Q: I noticed in the brief that you cited the Georgia Court of Appeals ruling in the case involving the Georgia Baptist Convention and Shorter College. In that case, the Georgia convention won at the Georgia Court of Appeals, and the case is pending before the Georgia Supreme Court. Do you think the rulings by the Georgia courts so far will have any impact here?
A: Absolutely. The Shorter College case is not binding precedent on the Missouri Court of Appeals, but it is certainly relevant, and persuasive. The courts are free to look at similar cases in other jurisdictions that have involved similar facts and similar points of law. The Georgia Court of Appeals found that because the Georgia convention had the right to elect trustees of Shorter College, that made the Georgia Baptist Convention a statutory member of the Shorter College corporation. We made the same argument about all five corporations in Missouri. The trial judge in our case disagreed, and held that the MBC was not a member of the Missouri Baptist College corporation, even though we had the right to appoint or elect their trustees. We hope the Missouri Appeals Court will find the Shorter case to be persuasive, and that they will reverse Cole County Circuit Court Judge (Thomas) Brown’s order on this point as well.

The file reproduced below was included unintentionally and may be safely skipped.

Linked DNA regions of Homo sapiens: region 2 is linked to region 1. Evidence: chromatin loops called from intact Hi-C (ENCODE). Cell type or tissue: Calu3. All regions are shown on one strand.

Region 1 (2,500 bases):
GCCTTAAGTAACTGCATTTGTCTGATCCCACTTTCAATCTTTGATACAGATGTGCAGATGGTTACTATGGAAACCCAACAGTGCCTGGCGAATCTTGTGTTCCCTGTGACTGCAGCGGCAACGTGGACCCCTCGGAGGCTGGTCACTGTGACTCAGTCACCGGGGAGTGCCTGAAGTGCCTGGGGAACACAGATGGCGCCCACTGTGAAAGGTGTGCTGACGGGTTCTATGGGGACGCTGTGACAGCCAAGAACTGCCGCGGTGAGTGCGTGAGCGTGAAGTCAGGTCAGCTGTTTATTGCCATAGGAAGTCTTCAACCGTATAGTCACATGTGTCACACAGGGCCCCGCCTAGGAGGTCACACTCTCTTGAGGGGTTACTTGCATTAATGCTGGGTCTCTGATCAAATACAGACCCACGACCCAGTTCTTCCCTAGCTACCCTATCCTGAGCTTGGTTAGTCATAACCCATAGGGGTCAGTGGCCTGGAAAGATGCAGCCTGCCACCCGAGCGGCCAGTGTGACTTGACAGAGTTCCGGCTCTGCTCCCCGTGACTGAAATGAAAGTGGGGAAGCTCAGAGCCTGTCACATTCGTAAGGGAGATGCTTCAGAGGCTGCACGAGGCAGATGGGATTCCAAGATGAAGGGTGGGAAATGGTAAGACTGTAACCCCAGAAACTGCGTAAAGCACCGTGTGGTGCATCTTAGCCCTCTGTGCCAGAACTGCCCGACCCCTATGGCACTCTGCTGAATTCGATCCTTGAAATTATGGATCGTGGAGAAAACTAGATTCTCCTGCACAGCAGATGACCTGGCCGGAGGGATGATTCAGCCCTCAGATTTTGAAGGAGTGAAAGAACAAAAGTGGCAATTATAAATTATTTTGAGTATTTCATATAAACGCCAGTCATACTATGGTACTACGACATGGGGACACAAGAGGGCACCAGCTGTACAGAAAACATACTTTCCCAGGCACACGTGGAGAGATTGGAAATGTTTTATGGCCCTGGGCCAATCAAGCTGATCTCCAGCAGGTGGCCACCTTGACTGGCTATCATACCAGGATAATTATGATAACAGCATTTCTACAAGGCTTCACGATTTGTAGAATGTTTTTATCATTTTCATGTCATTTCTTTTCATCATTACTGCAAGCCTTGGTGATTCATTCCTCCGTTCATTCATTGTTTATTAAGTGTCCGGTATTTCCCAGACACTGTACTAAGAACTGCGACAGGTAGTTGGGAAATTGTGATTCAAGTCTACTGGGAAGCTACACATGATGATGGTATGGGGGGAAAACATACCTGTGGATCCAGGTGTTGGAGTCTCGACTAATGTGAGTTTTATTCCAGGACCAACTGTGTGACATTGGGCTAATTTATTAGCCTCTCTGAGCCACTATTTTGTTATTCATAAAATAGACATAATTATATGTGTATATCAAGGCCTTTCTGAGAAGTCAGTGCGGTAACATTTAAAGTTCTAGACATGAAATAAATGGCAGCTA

Q: What is the significance of the June 1 hearing before Cole County Circuit Court Judge Callahan, which is the next step in court?
A: All the talk by the [breakaway entities] about “messengers” or “churches” is a smokescreen for their real argument, which is that neither churches nor messengers have standing to bring this lawsuit. They say only the attorney general could bring this case -– and he is representing the Secretary of State on the other side and is not interested in bringing a case for the MBC. The defendants see this as their “nuclear option,” to slam the courthouse door on the Missouri Baptist Convention. Judge Brown did not expressly address this argument in our first case. Judge Callahan has agreed to take it up first. It is a very important hearing, in order to stop another one of the major procedural games the [breakaway entities] have been playing.